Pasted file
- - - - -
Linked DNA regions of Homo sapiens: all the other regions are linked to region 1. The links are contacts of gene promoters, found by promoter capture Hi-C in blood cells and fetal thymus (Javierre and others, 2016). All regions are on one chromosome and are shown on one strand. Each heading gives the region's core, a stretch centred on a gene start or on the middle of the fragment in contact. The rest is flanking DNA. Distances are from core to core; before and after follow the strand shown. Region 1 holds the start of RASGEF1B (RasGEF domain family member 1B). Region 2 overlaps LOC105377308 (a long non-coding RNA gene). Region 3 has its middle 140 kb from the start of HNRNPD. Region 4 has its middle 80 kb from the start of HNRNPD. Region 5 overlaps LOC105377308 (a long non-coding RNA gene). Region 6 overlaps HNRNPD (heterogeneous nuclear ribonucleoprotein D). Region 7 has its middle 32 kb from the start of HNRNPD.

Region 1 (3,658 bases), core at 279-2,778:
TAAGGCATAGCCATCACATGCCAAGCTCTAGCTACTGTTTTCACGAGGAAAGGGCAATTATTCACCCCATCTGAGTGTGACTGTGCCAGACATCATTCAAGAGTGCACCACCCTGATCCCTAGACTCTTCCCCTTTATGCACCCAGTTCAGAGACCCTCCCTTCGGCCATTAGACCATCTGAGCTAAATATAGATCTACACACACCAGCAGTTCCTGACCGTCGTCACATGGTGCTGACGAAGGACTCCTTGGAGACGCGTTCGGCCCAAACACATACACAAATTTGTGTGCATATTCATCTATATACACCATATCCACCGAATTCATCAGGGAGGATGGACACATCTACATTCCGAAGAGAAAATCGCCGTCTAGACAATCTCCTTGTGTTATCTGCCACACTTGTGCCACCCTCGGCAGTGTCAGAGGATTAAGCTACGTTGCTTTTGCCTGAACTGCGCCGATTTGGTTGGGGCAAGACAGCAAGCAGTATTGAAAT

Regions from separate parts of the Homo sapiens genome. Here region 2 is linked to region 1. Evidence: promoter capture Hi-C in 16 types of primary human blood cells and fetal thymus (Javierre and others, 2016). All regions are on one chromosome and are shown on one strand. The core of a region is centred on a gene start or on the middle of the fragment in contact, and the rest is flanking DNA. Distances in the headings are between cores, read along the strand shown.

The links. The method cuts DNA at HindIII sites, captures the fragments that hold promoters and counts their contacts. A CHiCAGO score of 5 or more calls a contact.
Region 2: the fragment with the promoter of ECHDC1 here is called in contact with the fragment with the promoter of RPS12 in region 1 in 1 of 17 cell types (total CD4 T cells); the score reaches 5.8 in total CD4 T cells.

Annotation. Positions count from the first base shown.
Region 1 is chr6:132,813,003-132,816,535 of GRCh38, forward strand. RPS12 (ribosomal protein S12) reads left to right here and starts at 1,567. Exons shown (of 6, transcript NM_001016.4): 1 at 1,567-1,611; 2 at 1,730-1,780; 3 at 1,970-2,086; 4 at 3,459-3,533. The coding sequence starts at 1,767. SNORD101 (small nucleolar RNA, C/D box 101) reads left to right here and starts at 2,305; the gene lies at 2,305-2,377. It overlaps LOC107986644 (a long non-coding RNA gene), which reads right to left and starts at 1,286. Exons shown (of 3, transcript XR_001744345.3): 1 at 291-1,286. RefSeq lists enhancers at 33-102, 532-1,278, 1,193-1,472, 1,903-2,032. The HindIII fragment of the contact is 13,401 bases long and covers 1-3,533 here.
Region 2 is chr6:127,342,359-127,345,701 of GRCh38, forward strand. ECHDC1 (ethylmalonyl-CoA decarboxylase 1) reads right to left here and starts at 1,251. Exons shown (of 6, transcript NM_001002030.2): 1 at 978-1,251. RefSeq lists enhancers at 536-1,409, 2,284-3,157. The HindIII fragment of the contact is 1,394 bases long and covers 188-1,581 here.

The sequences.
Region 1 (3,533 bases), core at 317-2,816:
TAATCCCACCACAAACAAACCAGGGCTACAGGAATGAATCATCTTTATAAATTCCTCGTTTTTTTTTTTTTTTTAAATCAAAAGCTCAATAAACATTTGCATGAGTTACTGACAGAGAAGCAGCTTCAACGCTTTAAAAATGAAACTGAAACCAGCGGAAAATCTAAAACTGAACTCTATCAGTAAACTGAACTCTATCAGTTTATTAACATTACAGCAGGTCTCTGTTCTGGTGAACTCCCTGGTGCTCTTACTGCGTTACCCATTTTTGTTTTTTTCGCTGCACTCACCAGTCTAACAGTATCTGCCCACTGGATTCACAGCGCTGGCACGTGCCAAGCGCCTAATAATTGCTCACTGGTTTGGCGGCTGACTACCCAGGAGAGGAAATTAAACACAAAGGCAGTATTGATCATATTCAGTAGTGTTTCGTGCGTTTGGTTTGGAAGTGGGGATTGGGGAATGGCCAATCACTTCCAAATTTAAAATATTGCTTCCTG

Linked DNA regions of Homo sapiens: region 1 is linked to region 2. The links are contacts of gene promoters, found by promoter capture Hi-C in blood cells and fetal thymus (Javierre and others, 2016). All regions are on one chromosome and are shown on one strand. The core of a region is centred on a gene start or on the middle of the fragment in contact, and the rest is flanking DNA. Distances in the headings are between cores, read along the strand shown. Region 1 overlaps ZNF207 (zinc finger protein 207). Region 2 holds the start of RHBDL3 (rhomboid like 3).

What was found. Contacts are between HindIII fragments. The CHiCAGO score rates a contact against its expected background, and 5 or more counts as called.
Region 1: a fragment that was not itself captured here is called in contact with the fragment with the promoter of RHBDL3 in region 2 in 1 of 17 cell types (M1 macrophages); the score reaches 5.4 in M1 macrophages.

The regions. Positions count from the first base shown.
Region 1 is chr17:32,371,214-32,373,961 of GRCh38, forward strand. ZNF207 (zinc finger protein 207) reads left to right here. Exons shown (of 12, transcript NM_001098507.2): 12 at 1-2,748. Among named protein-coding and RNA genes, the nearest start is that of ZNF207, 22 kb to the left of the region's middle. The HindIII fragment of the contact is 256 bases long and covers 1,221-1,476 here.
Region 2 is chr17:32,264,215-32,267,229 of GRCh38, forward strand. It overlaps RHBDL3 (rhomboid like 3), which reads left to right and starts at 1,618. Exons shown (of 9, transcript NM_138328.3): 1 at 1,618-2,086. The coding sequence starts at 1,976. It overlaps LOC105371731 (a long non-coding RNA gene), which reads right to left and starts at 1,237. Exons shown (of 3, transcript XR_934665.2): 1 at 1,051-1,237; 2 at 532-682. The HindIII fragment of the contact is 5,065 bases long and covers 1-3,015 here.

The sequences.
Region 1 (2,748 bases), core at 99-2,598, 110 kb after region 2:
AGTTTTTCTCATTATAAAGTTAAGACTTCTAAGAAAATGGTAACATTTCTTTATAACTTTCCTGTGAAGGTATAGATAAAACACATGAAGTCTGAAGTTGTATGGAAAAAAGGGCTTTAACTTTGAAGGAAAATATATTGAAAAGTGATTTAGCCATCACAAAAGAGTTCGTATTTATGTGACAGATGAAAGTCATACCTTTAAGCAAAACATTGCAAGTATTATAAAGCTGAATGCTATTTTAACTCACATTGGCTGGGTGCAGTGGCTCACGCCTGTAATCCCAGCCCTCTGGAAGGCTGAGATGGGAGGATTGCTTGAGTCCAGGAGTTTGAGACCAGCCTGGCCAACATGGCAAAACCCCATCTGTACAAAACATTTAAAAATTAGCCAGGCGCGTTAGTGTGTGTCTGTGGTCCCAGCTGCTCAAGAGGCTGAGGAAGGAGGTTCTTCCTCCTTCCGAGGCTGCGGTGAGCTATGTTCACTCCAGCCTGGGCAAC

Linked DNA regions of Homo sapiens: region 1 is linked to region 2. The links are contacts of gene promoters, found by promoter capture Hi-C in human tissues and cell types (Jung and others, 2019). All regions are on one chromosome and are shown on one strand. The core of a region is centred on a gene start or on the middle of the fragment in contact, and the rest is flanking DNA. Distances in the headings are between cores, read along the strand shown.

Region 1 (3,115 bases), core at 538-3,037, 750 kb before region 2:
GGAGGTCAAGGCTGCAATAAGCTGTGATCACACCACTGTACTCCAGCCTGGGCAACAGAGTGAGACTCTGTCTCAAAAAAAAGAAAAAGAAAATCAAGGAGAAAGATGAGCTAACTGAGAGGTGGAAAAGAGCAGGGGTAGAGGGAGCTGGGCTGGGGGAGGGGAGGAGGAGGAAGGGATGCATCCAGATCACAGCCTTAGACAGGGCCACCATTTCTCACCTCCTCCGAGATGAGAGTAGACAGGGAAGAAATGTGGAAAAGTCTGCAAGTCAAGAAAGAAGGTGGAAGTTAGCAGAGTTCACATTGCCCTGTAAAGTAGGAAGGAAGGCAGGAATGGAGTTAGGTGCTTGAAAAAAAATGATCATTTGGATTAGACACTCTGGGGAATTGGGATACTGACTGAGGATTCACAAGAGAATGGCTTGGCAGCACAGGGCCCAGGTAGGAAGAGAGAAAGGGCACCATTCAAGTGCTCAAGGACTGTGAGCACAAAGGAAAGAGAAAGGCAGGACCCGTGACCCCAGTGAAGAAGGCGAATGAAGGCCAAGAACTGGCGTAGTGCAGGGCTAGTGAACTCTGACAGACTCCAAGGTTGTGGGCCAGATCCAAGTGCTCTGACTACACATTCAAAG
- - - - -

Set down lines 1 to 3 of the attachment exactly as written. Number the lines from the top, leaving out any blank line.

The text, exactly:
Linked DNA regions of Homo sapiens: all the other regions are linked to region 1. The links are contacts of gene promoters, found by promoter capture Hi-C in blood cells and fetal thymus (Javierre and others, 2016). All regions are on one chromosome and are shown on one strand. Each heading gives the region's core, a stretch centred on a gene start or on the middle of the fragment in contact. The rest is flanking DNA. Distances are from core to core; before and after follow the strand shown. Region 1 holds the start of RASGEF1B (RasGEF domain family member 1B). Region 2 overlaps LOC105377308 (a long non-coding RNA gene). Region 3 has its middle 140 kb from the start of HNRNPD. Region 4 has its middle 80 kb from the start of HNRNPD. Region 5 overlaps LOC105377308 (a long non-coding RNA gene). Region 6 overlaps HNRNPD (heterogeneous nuclear ribonucleoprotein D). Region 7 has its middle 32 kb from the start of HNRNPD.

Region 1 (3,658 bases), core at 279-2,778:
TAAGGCATAGCCATCACATGCCAAGCTCTAGCTACTGTTTTCACGAGGAAAGGGCAATTATTCACCCCATCTGAGTGTGACTGTGCCAGACATCATTCAAGAGTGCACCACCCTGATCCCTAGACTCTTCCCCTTTATGCACCCAGTTCAGAGACCCTCCCTTCGGCCATTAGACCATCTGAGCTAAATATAGATCTACACACACCAGCAGTTCCTGACCGTCGTCACATGGTGCTGACGAAGGACTCCTTGGAGACGCGTTCGGCCCAAACACATACACAAATTTGTGTGCATATTCATCTATATACACCATATCCACCGAATTCATCAGGGAGGATGGACACATCTACATTCCGAAGAGAAAATCGCCGTCTAGACAATCTCCTTGTGTTATCTGCCACACTTGTGCCACCCTCGGCAGTGTCAGAGGATTAAGCTACGTTGCTTTTGCCTGAACTGCGCCGATTTGGTTGGGGCAAGACAGCAAGCAGTATTGAAAT